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U.S. Congress unveiled its $1.1 trillion omnibus spending bill early Wednesday morning.

Within this 2,009-page omnibus was nestled a section intended to delay the Cadillac tax (sec. 101, pg. 2,000), an excise tax on high cost employer-sponsored health coverage which is currently planned on being imposed in 2017.

The intended delay is for two years – 2019, as opposed to 2017. Two more years until employers will have to deal with the Cadillac tax, and more time for Congress to further discuss this piece of the ACA.

Also included in the omnibus is a provision requiring a study of suitable benchmarks for age and gender adjustment regarding the Cadillac Tax, with a report due in 18 months. A two-year suspension of the medical device tax; and a one-year suspension of the health insurance tax. The amount of revenue derived from the suspension of these taxes is estimated to be $35 billion.

When questioned on Wednesday regarding the Cadillac tax provision in the omnibus, current White House Press Secretary Josh Earnest said, “the steps [towards repealing the ACA] that are included in this proposal are quite meager,” in relation to the 50 or so times Republicans have previously tried to repeal the Affordable Care Act.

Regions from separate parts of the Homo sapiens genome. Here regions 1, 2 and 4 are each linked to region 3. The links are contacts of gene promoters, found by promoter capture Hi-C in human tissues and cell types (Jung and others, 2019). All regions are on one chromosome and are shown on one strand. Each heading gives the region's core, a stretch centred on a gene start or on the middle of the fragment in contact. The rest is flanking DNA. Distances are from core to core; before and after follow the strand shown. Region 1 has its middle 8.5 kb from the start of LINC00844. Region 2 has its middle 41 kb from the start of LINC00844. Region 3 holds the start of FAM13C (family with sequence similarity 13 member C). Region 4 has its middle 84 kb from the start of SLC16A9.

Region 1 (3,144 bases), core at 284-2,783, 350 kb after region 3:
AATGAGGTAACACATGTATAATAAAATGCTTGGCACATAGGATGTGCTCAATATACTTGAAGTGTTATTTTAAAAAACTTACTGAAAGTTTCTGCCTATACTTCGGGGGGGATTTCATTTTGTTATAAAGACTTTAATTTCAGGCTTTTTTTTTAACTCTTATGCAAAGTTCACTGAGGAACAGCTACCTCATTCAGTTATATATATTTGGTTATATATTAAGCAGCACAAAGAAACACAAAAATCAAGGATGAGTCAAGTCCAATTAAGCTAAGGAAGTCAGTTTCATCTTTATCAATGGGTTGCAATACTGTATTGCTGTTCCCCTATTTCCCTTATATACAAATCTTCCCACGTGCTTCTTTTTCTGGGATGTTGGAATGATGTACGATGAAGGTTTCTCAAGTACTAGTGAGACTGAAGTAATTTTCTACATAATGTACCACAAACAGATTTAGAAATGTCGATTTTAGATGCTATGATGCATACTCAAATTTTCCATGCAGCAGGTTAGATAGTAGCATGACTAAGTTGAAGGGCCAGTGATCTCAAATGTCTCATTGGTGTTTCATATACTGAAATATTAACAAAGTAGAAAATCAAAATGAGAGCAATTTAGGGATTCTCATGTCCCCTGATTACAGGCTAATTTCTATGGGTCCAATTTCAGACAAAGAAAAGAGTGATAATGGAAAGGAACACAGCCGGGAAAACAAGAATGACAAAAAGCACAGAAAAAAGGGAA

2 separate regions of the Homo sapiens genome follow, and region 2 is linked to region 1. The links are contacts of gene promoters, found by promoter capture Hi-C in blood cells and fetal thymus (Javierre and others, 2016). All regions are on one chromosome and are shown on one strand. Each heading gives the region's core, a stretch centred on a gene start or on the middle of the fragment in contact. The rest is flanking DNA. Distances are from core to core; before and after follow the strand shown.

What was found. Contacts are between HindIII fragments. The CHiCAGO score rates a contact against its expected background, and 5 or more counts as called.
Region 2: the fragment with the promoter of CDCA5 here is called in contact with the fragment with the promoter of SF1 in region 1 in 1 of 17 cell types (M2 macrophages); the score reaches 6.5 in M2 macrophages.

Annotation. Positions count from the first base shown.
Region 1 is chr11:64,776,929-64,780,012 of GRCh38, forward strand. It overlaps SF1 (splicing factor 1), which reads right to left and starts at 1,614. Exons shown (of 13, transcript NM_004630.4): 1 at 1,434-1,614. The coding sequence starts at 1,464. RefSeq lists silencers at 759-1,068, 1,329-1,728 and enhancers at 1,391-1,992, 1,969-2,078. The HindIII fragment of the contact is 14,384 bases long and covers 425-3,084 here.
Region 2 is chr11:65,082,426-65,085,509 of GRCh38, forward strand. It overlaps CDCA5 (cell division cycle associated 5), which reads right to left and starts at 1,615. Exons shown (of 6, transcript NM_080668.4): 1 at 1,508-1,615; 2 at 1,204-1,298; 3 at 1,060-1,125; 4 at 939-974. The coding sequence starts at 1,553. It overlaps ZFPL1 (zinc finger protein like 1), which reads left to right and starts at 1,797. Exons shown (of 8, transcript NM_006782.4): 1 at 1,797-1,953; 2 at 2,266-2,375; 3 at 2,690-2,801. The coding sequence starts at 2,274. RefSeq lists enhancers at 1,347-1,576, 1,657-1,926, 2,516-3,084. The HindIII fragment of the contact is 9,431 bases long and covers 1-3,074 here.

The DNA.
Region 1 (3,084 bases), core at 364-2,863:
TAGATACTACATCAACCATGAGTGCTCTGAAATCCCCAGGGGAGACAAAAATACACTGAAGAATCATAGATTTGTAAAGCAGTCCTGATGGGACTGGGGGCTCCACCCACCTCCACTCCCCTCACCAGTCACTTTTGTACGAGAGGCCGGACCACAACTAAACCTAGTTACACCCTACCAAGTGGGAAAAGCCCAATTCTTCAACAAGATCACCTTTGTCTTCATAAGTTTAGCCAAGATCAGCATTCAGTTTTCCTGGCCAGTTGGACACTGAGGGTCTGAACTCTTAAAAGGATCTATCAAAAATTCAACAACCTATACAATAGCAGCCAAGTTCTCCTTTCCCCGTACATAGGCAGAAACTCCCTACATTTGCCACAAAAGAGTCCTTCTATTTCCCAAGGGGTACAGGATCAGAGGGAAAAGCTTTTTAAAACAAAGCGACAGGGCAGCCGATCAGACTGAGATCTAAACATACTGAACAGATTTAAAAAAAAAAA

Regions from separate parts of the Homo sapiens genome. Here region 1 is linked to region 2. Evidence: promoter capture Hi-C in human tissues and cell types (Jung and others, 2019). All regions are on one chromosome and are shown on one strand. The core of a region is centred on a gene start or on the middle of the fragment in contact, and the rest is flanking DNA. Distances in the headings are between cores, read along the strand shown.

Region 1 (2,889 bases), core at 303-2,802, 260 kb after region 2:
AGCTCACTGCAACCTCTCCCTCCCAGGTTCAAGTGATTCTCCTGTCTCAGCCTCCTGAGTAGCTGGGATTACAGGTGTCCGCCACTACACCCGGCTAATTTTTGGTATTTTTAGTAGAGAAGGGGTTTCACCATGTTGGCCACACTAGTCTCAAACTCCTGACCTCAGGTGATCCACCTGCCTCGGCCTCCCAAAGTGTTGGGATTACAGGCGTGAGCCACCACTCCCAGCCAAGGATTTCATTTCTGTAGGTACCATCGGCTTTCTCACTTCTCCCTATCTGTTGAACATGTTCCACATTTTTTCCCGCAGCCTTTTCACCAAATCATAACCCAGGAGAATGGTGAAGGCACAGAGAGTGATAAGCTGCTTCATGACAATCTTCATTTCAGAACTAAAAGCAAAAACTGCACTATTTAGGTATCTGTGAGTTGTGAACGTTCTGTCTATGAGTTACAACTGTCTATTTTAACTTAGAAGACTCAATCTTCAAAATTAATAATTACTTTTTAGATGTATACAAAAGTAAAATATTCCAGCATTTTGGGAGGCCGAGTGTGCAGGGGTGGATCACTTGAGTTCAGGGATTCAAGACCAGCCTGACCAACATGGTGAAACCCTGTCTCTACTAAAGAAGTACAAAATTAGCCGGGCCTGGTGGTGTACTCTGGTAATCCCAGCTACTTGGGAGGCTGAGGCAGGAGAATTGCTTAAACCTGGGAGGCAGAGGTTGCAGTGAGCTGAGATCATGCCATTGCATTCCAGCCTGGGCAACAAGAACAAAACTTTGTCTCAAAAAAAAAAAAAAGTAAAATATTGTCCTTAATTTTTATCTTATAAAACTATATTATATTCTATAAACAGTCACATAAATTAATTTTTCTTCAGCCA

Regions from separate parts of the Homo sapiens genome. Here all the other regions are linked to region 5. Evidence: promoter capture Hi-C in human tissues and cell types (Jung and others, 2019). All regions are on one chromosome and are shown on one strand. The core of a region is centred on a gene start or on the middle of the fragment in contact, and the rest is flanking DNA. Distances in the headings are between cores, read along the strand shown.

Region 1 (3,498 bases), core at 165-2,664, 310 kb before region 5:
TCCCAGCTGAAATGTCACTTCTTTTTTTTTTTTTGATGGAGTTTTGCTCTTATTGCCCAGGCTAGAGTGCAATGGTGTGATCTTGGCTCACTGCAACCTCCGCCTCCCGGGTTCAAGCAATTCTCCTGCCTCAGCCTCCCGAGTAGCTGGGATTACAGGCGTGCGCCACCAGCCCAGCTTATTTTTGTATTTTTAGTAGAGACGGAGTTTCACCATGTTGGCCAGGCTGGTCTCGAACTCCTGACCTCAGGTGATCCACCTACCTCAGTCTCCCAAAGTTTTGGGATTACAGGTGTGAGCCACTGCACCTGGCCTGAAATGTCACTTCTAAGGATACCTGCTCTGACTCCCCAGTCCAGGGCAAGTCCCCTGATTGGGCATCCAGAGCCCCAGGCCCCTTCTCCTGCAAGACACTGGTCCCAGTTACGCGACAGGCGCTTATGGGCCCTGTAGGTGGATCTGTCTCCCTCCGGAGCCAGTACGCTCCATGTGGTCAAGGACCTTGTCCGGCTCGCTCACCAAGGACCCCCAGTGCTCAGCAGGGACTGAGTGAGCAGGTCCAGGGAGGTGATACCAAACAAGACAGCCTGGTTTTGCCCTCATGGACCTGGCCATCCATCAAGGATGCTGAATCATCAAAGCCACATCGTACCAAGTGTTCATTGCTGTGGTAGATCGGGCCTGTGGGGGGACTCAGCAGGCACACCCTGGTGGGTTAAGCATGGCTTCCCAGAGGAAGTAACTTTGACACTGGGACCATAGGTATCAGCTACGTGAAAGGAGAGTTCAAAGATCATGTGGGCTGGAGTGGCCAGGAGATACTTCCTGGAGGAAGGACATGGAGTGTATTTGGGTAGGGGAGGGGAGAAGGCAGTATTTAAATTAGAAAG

Earnest noted, in addition to the two-year suspension of the so-called Cadillac tax, the omnibus includes provisions that over time will make the excise tax more effective once the Cadillac tax is implemented. He reiterated that the two-year delay is minimally significant.

Democratic leaders Nancy Pelosi and Harry Reid have led negotiations to delay the Cadillac Tax since November.

As of Friday the 18th, the house has passed the omnibus spending bill by a vote of 316 to 313, despite some misgivings by Nancy Pelosi that the bill wouldn’t pass. Next steps are the Senate, and then the President’s decision. In a press briefing Friday morning, Earnest said they were confident about building a bipartisan majority for the bill.


View the proposed Cadillac tax provisions yourself (sec. 101, pg. 2,000)


View the Moratorium on medical device excise tax (sec. 174)


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